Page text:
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Updated ECC has the answers

The third edition of the Engineering and Construction Contract addresses development in the industry by identifying and clarifying shortcomings in the previous editions and including a host of new provisions, writes Guy Cottam

THE THIRD edition of the Engineering and Construction Contract has been recently published by the Institution of Civil Engineers.

First issued in 1991, the ECC was drafted in clear English and without complex cross-referencing. It is 10 years since the second edition was published and it has achieved wide acceptance. This edition is endorsed by the Office of Government Commerce and recommended for use for public construction projects. The OGC describes it as selected according to the objectives of the project aiming to satisfy the objectives of Achieving Excellence in Construction (AEC) principlesZ.

The third edition is the product of a tidying-up process, but it includes new features arising from developments in the industry. There are new provisions for partnering, performance indicators, key dates and a risk register.

The procedures for assessing compensation events have been tightened up and simplified.

actual cost , a definition that caused much misunderstanding, is replaced by defined cost , a more accurate description for the evaluated costs.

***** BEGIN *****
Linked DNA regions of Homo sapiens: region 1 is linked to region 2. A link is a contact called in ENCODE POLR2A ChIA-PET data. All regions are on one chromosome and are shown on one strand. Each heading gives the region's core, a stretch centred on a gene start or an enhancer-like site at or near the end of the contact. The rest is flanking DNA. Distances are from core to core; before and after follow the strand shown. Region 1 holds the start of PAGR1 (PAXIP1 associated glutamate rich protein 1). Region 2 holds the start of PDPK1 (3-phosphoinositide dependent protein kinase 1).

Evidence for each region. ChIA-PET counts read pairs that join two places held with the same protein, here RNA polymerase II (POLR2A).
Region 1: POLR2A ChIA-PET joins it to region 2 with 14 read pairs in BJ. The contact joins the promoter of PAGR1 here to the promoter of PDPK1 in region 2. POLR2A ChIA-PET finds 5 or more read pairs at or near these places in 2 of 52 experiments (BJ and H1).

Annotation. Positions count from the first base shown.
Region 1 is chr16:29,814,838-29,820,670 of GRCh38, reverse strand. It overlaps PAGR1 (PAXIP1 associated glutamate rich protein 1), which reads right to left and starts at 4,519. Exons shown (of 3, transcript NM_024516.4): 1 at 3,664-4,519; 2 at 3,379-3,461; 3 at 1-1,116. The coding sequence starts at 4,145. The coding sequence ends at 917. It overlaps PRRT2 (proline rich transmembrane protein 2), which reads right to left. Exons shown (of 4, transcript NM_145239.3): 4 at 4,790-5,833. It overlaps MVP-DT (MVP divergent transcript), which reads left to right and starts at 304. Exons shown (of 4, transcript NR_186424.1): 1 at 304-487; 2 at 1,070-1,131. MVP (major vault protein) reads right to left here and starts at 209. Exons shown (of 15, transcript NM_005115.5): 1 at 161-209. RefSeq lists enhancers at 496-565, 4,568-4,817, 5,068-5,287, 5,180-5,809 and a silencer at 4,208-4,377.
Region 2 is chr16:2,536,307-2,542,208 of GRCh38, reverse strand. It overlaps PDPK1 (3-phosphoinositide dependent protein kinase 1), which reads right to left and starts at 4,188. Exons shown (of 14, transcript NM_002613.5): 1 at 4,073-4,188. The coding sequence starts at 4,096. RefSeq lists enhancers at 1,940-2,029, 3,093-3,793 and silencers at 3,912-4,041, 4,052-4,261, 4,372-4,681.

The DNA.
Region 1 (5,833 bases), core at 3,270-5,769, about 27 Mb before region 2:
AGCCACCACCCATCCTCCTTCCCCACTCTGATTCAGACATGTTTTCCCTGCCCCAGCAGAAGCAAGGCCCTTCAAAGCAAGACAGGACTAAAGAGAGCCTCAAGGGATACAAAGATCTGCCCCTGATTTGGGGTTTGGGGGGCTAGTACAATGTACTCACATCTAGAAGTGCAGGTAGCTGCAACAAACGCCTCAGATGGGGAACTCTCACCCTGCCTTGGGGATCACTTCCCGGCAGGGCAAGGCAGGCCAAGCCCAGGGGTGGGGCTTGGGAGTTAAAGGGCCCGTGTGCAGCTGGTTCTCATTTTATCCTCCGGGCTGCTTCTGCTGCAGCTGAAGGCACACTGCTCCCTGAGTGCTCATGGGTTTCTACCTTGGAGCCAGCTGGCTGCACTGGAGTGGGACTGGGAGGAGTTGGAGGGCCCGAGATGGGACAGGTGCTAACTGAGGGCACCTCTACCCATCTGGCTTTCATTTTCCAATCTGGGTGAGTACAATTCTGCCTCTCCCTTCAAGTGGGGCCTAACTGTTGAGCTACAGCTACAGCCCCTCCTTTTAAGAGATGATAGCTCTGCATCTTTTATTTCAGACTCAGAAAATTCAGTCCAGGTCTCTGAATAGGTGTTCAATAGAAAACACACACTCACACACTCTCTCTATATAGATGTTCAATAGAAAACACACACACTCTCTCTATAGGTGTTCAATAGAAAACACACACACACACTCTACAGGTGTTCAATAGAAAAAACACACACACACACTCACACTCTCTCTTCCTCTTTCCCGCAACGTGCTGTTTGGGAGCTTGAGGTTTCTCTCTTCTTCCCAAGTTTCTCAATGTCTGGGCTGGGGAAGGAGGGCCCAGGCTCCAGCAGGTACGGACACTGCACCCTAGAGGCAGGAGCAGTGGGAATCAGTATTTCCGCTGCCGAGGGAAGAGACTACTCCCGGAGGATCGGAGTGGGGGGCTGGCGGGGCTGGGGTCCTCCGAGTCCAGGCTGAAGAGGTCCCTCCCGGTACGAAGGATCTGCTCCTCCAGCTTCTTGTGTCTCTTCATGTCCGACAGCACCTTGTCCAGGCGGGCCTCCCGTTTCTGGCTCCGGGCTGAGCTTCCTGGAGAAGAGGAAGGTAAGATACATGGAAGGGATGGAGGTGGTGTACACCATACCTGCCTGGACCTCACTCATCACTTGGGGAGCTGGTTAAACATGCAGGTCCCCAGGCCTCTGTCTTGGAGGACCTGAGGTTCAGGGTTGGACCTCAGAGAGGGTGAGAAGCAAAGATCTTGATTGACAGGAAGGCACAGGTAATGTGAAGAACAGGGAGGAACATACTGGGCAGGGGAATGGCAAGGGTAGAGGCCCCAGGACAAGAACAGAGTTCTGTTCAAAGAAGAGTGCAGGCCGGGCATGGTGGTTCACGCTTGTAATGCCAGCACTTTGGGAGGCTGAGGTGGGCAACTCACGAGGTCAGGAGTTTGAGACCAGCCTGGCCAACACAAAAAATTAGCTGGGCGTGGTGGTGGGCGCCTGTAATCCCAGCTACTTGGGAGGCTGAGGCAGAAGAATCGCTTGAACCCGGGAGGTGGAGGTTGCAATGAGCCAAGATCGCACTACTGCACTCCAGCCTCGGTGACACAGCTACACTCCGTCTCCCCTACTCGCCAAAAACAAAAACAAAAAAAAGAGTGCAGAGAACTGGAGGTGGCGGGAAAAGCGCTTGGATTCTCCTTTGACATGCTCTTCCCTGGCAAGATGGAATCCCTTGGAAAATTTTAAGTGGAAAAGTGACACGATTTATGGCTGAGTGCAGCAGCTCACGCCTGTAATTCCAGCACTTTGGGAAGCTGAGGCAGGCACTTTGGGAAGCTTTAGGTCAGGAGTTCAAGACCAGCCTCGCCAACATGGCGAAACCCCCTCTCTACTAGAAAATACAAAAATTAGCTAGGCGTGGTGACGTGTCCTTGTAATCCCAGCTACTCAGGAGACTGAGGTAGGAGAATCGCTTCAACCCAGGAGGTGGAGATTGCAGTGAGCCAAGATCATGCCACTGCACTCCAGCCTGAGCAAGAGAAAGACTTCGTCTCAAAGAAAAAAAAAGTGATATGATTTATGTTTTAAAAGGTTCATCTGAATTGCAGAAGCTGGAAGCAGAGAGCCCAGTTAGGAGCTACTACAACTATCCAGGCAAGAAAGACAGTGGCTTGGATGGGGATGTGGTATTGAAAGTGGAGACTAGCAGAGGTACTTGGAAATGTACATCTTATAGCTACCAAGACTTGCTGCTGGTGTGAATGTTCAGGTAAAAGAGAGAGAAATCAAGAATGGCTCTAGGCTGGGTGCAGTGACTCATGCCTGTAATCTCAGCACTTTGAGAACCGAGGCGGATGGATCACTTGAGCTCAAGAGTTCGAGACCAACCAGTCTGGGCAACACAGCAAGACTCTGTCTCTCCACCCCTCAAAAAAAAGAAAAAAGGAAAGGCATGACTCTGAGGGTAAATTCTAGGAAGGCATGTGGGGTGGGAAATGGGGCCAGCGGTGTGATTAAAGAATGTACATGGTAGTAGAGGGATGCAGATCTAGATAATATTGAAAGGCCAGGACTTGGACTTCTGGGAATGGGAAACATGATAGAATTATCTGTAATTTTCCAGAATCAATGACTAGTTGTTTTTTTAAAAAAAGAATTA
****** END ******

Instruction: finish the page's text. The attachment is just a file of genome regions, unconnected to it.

Vital to the smooth running of any construction contracts is the mechanism for valuing changes. The ECC pioneered the use of quotations for additional cost items, referred to as compensation events . The loose drafting of these provisions led to many disputes.

For events for which the employer was responsible, the project manager was required to obtain quotations when he instructed to carry out the additional work. But if he failed to do so, the onus was on the contractor to give a notice within two weeks of the event.

It was intended that the contractor s failure to give a notice should bar him from making future claim in respect of that event. It soon became clear that it was not; so the new version bars a claim by a contractor if he fails to notify a compensation event within eight weeks of becoming aware of it.